With Thanksgiving in two weeks, families are making vacation plans. While some share Thanksgiving dinner with their household, others are hoping to travel out of the state to be with friends and loved ones.
In the pre-pandemic world, most likely haven’t thought twice about flying long distances on vacation. But in 2020, many decided not to fly, but to travel by car – which presents its own challenges.
Air travel is complicated
When you travel by plane, you run the risk of being in close proximity to strangers, both at the airport and on the plane. Other people are handling your baggage, and you may be sitting next to someone who hasn’t taken pandemic precautions. Although airlines have policies in place to fight the virus, you have other options: There’s always a road trip.
But road trips can also be a bit complicated. Many states enacted travel regulations when the coronavirus was spreading at dangerous speeds. Some have since revised them. Keeping up with these changes can serve you well.
Travel is restricted
- If you want to travel on vacation, ask the following questions:
- How many positive cases of Covid-19 cases have recently been reported in your home region and destination?
- Are you or anyone in your household at increased risk of serious illness because of their age, health issues, or recent exposure to someone with Covid-19?
- Does your goal have any limitations?
For example, New York recently eased its mandatory 14-day quarantine for people from another, unrelated state. Now only bordering states are Pennsylvania, New Jersey, Connecticut, Massachusetts and Vermont.
Under the new rules, you must still take a Covid-19 test within three days of leaving your home state before arriving in New York. You must be quarantined for three days after your arrival and have another Covid-19 test on the fourth day. If both tests are negative, you can end the quarantine.
If you’ve been out of New York State for less than 24 hours, you don’t need to be tested or quarantined before your return. However, you must take a test four days after you arrive in New York.
Travelers from states bordering New York, as well as all major workers, are free to travel between states, but must complete a Traveler Health Form.
New York City itself has checkpoints operated by its sheriff’s office to enforce the quarantine. Travelers arriving at LaGuardia and JFK airports must complete contact tracing forms and consent to quarantine. New York Governor Andrew Cuomo has fined $ 2,000 for those who fail to fill out the form.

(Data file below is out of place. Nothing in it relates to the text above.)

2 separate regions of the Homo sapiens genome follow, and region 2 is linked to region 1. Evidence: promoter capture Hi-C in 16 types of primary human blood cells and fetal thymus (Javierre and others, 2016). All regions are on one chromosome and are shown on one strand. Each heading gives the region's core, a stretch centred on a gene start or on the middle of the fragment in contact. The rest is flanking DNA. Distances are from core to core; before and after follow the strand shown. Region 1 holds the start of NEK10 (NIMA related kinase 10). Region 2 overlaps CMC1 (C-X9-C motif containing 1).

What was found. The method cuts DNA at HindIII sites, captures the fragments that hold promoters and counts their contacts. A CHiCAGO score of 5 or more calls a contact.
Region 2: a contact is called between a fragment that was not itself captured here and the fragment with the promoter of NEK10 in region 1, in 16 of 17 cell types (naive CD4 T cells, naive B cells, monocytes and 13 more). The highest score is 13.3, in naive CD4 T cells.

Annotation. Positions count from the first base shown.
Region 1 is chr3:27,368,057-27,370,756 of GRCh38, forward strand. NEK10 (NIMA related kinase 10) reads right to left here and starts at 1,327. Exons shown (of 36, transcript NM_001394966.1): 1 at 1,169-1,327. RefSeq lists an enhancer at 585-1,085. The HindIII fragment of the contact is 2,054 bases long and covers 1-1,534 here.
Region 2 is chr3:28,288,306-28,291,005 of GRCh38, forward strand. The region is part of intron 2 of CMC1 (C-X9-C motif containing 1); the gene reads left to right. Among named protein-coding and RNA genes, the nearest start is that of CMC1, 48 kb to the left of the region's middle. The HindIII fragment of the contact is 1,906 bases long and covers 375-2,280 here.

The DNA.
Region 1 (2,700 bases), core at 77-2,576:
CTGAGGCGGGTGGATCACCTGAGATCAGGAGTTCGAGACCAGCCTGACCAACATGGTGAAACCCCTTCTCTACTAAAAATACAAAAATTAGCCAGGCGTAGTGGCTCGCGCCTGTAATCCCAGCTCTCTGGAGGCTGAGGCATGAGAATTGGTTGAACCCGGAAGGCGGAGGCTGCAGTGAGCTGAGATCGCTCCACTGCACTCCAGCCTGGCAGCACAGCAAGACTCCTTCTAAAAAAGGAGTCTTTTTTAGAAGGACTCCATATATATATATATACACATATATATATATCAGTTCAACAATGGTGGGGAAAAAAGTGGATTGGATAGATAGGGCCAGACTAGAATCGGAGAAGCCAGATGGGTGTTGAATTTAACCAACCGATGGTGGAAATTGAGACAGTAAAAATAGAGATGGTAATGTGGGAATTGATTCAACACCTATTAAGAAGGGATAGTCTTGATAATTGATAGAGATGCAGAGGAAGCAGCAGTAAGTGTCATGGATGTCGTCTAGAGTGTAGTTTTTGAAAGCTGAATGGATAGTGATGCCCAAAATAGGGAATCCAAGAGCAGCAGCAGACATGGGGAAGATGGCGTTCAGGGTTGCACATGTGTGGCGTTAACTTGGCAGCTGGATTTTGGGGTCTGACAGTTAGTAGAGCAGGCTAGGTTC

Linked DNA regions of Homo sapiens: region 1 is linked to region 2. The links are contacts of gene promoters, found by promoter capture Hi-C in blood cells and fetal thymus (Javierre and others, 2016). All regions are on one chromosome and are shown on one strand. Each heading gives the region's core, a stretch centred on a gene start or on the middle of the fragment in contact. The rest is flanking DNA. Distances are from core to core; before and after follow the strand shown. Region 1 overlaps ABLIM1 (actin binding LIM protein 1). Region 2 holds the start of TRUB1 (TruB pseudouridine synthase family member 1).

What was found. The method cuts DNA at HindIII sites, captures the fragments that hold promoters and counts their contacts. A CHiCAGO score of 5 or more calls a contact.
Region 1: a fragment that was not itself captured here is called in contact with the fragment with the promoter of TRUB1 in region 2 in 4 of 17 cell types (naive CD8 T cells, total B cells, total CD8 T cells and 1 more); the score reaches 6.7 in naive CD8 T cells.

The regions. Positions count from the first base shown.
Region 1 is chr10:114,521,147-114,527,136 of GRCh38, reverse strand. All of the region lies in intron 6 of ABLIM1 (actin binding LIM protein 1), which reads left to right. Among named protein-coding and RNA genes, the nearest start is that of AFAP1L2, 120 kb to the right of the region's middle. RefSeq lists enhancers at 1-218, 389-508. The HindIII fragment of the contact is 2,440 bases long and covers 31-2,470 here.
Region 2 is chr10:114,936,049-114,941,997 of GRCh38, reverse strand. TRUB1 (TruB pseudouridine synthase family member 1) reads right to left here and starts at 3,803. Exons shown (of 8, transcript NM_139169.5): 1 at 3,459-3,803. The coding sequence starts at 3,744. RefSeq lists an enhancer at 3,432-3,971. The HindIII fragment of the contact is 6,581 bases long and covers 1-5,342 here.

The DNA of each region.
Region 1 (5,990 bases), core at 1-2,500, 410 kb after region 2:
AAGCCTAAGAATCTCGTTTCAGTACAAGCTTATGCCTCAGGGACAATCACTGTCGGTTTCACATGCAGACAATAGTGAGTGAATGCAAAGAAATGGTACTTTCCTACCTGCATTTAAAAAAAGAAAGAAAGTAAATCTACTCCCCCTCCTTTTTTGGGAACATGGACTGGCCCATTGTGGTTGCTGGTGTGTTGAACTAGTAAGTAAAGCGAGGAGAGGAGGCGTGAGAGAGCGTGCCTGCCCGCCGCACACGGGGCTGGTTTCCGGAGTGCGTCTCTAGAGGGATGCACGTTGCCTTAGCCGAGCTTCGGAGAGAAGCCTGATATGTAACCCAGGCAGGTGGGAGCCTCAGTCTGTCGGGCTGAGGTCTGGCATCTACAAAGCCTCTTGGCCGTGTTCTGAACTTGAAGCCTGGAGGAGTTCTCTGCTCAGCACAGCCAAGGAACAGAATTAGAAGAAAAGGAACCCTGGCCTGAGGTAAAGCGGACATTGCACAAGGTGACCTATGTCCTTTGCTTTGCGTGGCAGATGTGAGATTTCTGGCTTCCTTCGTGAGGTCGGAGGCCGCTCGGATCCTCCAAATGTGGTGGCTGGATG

The states that have travel restrictions as of November 3 are Alaska, Connecticut, Hawaii, Kansas, Kentucky, Maine, Massachusetts, New Hampshire, New Jersey, New Mexico, New York, Ohio, Pennsylvania, Rhode Island, and Vermont.
As of November 11, the states with over 100,000 cases in the past seven days include North and South Dakota, Iowa, Wyoming, Wisconsin, and Nebraska.
The AAA travel outlook
Today the Club Alliance AAA released its travel forecast for Thanksgiving Holidays 2020. AAA expects travel to decrease by around 10%. Up to 50 million Americans are expected to travel for Thanksgiving, down from 55 million in 2019.
If money is a little tight, here’s some news that will help Thanksgiving roadsters: Gasoline prices will be around 50 cents cheaper than last November. This October saw the lowest gas prices on average in more than 15 years.
AAA and CDC advise travelers to plan ahead. Pack meals and snacks and limit the number of times you accelerate as you run the risk of coming into contact with frequently touched surfaces and other people. The CDC has published travel guidelines. Most importantly, the CDC is reminding everyone to wear face masks and wash hands. A face mask is especially recommended if you are traveling by public transport.
Packing an emergency tool kit by the roadside is also a good idea. Make sure you have hand sanitizer and masks when you are in a public setting. Wash your hands with soap and water for at least 20 seconds after using the toilet and leaving a public place. Consider bringing disinfectant wipes for use at gas pumps.
Samantha Lucero is studying nursing at Drexel University.